Bringing brilliance together

Supporting special needs

Enabling a sculptural marvel

The Middle East


The designer shares her lessons for life,

design, and doing good

Raising the voice of social value

Kevin McCloud on the value

of self-build schemes


What’s next for our world of water

Does certification deliver?

The business of brains

Encouraging people to talk about mental health

“Learn to look at the whole of something, not just the parts.”

Marie Lu, author


Designing the built environment puts us at a unique intersection. We span technology, economics, local and global regulation, environmentalism, and the health and wellbeing of society. We craft the stage where lives – billions of them – play out every day.

The privilege, magnitude, complexity, and responsibility of this role can sometimes feel daunting. With every innovation, every development in how we work, and each impactful project, the need for more, better, newer seems to follow. The world feels fast, vast, and often out of control. Despite the pioneering developments they may feature, when projects take years to come to fruition, it can feel as though there’s always more that could be done.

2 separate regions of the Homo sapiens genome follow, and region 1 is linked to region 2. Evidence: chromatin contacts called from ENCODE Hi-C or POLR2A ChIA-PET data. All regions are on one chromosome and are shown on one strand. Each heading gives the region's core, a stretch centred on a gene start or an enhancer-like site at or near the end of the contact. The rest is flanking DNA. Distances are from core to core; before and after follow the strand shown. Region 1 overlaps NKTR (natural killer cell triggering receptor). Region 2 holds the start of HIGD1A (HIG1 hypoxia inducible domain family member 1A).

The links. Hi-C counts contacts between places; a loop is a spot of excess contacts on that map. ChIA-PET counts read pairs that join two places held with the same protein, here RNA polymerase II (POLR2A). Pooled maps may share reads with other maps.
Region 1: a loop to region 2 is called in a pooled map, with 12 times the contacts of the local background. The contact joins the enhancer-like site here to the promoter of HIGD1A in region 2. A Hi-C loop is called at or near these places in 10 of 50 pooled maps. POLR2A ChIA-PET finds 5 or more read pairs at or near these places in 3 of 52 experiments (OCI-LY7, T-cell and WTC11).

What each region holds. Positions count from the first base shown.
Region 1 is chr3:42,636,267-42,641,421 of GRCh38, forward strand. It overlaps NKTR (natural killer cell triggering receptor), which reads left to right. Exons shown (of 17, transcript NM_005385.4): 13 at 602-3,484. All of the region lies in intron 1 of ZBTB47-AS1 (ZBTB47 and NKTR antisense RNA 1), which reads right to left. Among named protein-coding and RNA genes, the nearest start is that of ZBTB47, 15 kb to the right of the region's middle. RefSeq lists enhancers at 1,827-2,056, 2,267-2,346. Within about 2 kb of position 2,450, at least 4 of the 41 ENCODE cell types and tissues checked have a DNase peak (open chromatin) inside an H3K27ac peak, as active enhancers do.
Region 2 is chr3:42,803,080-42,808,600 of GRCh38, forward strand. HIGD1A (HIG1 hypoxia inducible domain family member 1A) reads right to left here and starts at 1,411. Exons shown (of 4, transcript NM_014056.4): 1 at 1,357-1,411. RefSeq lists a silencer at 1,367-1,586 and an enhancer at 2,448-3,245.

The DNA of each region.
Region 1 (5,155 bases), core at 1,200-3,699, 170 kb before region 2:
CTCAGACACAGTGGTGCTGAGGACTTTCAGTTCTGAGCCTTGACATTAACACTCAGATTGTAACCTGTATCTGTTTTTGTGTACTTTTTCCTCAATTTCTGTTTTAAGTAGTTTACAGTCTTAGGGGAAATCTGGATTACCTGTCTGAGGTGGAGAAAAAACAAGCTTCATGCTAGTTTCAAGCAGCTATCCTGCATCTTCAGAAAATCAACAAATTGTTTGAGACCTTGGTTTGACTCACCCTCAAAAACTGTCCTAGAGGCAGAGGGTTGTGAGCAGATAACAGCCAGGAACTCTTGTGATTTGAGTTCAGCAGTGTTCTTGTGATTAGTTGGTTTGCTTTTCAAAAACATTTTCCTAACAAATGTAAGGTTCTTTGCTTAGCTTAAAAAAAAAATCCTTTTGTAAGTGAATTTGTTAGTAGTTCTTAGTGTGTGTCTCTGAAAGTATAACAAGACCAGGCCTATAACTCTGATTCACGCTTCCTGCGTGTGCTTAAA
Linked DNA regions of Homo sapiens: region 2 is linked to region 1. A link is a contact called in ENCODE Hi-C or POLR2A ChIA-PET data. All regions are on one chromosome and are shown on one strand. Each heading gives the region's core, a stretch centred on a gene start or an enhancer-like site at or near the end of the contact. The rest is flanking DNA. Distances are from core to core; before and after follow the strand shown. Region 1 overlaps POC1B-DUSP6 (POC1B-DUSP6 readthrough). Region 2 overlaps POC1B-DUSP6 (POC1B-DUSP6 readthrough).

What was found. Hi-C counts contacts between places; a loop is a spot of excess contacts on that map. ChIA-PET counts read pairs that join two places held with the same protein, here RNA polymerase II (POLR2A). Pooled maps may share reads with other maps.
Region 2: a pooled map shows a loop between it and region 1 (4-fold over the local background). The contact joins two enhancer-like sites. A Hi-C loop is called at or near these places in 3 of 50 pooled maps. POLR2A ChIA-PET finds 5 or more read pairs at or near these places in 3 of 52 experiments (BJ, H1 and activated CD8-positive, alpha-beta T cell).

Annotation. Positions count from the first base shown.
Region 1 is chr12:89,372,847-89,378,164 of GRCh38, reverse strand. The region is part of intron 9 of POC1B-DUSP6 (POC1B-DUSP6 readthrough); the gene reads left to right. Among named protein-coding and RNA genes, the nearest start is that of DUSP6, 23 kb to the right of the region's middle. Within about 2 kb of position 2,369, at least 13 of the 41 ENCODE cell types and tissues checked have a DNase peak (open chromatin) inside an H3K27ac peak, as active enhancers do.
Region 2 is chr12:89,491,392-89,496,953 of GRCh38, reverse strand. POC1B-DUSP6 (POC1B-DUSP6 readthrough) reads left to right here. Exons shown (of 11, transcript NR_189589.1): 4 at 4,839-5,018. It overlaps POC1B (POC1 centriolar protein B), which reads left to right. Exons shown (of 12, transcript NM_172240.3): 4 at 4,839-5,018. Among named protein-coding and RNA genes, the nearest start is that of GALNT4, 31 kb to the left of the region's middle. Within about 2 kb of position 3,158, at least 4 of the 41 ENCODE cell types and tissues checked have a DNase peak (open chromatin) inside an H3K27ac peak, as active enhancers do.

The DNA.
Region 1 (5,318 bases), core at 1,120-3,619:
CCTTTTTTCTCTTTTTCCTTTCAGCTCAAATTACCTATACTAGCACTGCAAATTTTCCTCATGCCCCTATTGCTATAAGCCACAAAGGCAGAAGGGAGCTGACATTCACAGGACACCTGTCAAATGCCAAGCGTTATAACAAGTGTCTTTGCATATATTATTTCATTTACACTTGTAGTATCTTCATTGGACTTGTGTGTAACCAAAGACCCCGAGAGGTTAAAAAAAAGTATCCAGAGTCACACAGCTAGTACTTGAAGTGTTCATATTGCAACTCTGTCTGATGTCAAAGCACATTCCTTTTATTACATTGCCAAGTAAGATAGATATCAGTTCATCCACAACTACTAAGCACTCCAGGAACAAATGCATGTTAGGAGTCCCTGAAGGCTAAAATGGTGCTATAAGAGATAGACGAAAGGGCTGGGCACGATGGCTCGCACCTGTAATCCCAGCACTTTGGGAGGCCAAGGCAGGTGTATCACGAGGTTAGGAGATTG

So how do we combat that overwhelming feeling? How do we even begin to make changes that keep pace?

We explore.

When we ask questions – about our preconceptions, our actions, our aspirations – we open ourselves up to change. Often, we’re so suffocated by the need to find answers and solutions that we forget about one of the most powerful things we can do: ask more questions.

True exploration begins with asking how, why, what if?

Sure, sometimes the question might already have been posed…but is it always the right one? Perhaps we’ve asked how rather than why, or when rather than who.

No matter how well intentioned we may be, it’s in our nature to want to control and contain the challenges we face, and the desire to do so can leave us with tunnel vision. Often, we try the same methods; we test in the same ways.

Yet when we ask questions, we relinquish some of that control; we open ourselves up to wider possibilities, to unlearning, to transformation. We acknowledge our own ability to think and act differently.

This is the digital version of Exploare magazine by Hoare Lea. If you would like to receive a sustainably printed copy (or request it for future editions), please contact

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Copyright © Hoare Lea 2019


The future belongs to the curious.

Challenge accepted.